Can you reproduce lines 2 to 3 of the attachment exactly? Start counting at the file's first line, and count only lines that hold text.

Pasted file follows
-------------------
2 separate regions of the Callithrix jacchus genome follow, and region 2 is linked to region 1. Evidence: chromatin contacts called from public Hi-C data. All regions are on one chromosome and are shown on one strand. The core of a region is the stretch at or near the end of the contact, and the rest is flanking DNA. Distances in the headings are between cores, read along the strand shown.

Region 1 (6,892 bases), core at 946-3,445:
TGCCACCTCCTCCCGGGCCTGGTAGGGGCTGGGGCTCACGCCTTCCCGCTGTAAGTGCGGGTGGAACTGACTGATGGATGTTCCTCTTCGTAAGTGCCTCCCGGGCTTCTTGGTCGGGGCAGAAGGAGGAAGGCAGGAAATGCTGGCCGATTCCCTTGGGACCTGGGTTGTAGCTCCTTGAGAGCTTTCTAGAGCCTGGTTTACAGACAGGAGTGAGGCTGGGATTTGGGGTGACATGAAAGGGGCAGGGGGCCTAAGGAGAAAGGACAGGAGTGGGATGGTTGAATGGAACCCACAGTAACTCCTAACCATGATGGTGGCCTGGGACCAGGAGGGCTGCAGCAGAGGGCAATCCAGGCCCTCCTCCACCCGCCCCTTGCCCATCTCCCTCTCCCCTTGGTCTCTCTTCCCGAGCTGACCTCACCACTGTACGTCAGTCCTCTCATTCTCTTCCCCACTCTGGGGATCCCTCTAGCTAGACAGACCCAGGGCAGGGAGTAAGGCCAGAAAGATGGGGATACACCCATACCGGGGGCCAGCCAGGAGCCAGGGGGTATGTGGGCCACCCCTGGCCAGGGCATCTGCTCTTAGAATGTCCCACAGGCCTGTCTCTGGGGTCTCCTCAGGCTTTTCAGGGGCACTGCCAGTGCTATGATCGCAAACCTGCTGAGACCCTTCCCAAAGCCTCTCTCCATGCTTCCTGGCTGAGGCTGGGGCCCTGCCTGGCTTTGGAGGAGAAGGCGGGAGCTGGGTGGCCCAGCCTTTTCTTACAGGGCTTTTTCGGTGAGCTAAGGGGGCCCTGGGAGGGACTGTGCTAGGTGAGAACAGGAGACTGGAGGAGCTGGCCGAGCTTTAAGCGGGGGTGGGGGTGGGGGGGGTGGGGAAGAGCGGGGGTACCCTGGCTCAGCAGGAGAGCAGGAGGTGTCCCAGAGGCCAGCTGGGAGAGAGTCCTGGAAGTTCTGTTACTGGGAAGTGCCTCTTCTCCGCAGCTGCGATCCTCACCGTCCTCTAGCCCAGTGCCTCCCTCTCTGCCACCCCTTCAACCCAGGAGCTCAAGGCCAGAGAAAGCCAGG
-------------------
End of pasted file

Region 1 (6,892 bases), core at 946-3,445:
TGCCACCTCCTCCCGGGCCTGGTAGGGGCTGGGGCTCACGCCTTCCCGCTGTAAGTGCGGGTGGAACTGACTGATGGATGTTCCTCTTCGTAAGTGCCTCCCGGGCTTCTTGGTCGGGGCAGAAGGAGGAAGGCAGGAAATGCTGGCCGATTCCCTTGGGACCTGGGTTGTAGCTCCTTGAGAGCTTTCTAGAGCCTGGTTTACAGACAGGAGTGAGGCTGGGATTTGGGGTGACATGAAAGGGGCAGGGGGCCTAAGGAGAAAGGACAGGAGTGGGATGGTTGAATGGAACCCACAGTAACTCCTAACCATGATGGTGGCCTGGGACCAGGAGGGCTGCAGCAGAGGGCAATCCAGGCCCTCCTCCACCCGCCCCTTGCCCATCTCCCTCTCCCCTTGGTCTCTCTTCCCGAGCTGACCTCACCACTGTACGTCAGTCCTCTCATTCTCTTCCCCACTCTGGGGATCCCTCTAGCTAGACAGACCCAGGGCAGGGAGTAAGGCCAGAAAGATGGGGATACACCCATACCGGGGGCCAGCCAGGAGCCAGGGGGTATGTGGGCCACCCCTGGCCAGGGCATCTGCTCTTAGAATGTCCCACAGGCCTGTCTCTGGGGTCTCCTCAGGCTTTTCAGGGGCACTGCCAGTGCTATGATCGCAAACCTGCTGAGACCCTTCCCAAAGCCTCTCTCCATGCTTCCTGGCTGAGGCTGGGGCCCTGCCTGGCTTTGGAGGAGAAGGCGGGAGCTGGGTGGCCCAGCCTTTTCTTACAGGGCTTTTTCGGTGAGCTAAGGGGGCCCTGGGAGGGACTGTGCTAGGTGAGAACAGGAGACTGGAGGAGCTGGCCGAGCTTTAAGCGGGGGTGGGGGTGGGGGGGGTGGGGAAGAGCGGGGGTACCCTGGCTCAGCAGGAGAGCAGGAGGTGTCCCAGAGGCCAGCTGGGAGAGAGTCCTGGAAGTTCTGTTACTGGGAAGTGCCTCTTCTCCGCAGCTGCGATCCTCACCGTCCTCTAGCCCAGTGCCTCCCTCTCTGCCACCCCTTCAACCCAGGAGCTCAAGGCCAGAGAAAGCCAGG